Michael Friedman (philosopher)

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Michael Friedman (born April 2, 1947) is an American philosopher of science, best-known for his work on scientific explanation, philosophy of physics and Immanuel Kant. Friedman has also done important work on figures in Continental philosophy such as Martin Heidegger and Ernst Cassirer.

Biography[edit]

Friedman earned his A.B. from Queens College, City University of New York in New York in 1969 and his PhD from Princeton University in 1973.[1] He is now Frederick P. Rehmus Family Professor of Humanities at Stanford University.[2] Before moving to Stanford in 2002, Friedman taught at Harvard University, the University of Pennsylvania, the University of Illinois, Chicago, and Indiana University. He is married to the philosopher Graciela de Pierris, who is an associate professor of philosophy at Stanford.[3]

Friedman has been a Fellow of the American Academy of Arts & Sciences since 1997.[4] Four of his articles have been selected as among the "ten best" of their year by the Philosopher's Annual.[5]

Philosophical work[edit]

Friedman's initial work was on the nature of scientific explanation and the philosophy of physics. His first book on Foundations of Space-Time Theories published by Princeton University Press in 1983 won the Matchette Prize (what is now known as the "Book Prize"[6]) from the American Philosophical Association, to recognize work by a younger scholar. It also won the Lakatos Award from the London School of Economics to recognize outstanding work in philosophy of science.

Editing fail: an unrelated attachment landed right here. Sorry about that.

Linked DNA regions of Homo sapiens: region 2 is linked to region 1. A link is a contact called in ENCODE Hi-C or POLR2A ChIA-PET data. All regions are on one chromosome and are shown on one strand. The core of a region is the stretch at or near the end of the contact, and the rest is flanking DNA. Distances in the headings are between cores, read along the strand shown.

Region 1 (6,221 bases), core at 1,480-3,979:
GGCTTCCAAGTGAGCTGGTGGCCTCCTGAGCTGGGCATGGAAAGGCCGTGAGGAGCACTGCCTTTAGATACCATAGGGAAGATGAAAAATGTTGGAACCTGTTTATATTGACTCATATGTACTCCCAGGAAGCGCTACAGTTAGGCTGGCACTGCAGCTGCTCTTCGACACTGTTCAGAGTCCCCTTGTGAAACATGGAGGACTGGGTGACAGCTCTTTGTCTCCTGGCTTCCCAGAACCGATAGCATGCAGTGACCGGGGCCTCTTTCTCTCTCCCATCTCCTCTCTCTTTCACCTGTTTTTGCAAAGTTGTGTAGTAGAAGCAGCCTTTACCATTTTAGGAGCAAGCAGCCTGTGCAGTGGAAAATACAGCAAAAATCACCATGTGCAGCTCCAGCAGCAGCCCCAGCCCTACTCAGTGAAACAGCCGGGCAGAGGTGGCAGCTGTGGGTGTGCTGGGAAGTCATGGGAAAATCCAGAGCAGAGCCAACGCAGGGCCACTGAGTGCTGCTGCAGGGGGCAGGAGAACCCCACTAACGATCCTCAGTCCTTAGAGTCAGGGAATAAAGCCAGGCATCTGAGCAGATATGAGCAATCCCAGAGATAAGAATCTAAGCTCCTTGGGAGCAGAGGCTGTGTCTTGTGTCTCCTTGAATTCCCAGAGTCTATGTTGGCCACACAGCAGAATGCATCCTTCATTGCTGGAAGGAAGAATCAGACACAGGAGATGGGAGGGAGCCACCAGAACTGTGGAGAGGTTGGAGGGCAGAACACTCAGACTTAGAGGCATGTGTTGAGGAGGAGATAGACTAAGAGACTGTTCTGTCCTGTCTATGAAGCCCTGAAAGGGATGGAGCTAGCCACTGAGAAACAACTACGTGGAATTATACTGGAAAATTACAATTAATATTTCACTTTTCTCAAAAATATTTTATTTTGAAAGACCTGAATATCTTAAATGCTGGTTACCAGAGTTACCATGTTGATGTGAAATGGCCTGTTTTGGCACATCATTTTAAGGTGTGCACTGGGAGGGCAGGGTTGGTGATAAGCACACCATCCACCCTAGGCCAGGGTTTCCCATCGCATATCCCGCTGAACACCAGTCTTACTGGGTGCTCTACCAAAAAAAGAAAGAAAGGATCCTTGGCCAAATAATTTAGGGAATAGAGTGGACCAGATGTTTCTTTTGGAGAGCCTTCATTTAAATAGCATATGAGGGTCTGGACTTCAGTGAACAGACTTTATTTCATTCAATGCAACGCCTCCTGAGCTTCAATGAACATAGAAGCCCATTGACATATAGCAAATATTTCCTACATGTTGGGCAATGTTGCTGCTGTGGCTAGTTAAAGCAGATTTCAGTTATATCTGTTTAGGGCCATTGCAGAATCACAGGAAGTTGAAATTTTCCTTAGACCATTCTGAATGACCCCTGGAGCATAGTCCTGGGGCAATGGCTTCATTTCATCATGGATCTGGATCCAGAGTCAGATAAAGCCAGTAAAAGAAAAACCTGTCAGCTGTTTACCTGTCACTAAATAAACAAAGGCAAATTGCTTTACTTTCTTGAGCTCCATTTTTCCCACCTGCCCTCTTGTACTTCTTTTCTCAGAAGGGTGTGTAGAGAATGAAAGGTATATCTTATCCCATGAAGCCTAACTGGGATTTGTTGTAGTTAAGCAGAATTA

Kant and the Exact Sciences was described in Philosophical Review as "a very important book," "required reading for researchers on the relation between the exact sciences and Kant's philosophy."[7]

Hans Sluga described Friedman's 2000 book on Carnap, Cassirer, and Heidegger as "eye-opening" and "ambitious," shedding new light on the split between analytic philosophy and Continental philosophy.[8]

In his book Dynamics of Reason, Friedman "provides the fullest account to date not only of [his] neo-Kantian, historicized, dynamical conception of relativized a priori principles of mathematics and physics, but also of the pivotal role that [he] sees philosophy as playing in making scientific revolutions rational."[9]

Selected publications[edit]

Books[edit]

  • Foundations of Space-Time Theories: Relativistic Physics and the Philosophy of Science (Princeton University Press, 1983)
  • Kant and the Exact Sciences (Harvard University Press, 1992)
  • Reconsidering Logical Positivism (Cambridge University Press, 1999)
  • A Parting of the Ways: Carnap, Cassirer, and Heidegger (Open Court, 2000)
  • Dynamics of Reason: The 1999 Kant Lectures at Stanford University (CSLI/University of Chicago Press, 2001)
  • Immanuel Kant: Metaphysical Foundations of Natural Science (Cambridge University Press, 2004) (editor)
  • The Kantian Legacy in Nineteenth-Century Science (MIT Press, 2006) (co-editor with Alfred Nordmann)
  • The Cambridge Companion to Carnap (2007) (co-editor with Richard Creath)
  • Kant's Construction of Nature: A Reading of the Metaphysical Foundations of Natural Science (Cambridge University Press, 2013)

Journal articles[edit]

References[edit]

External links[edit]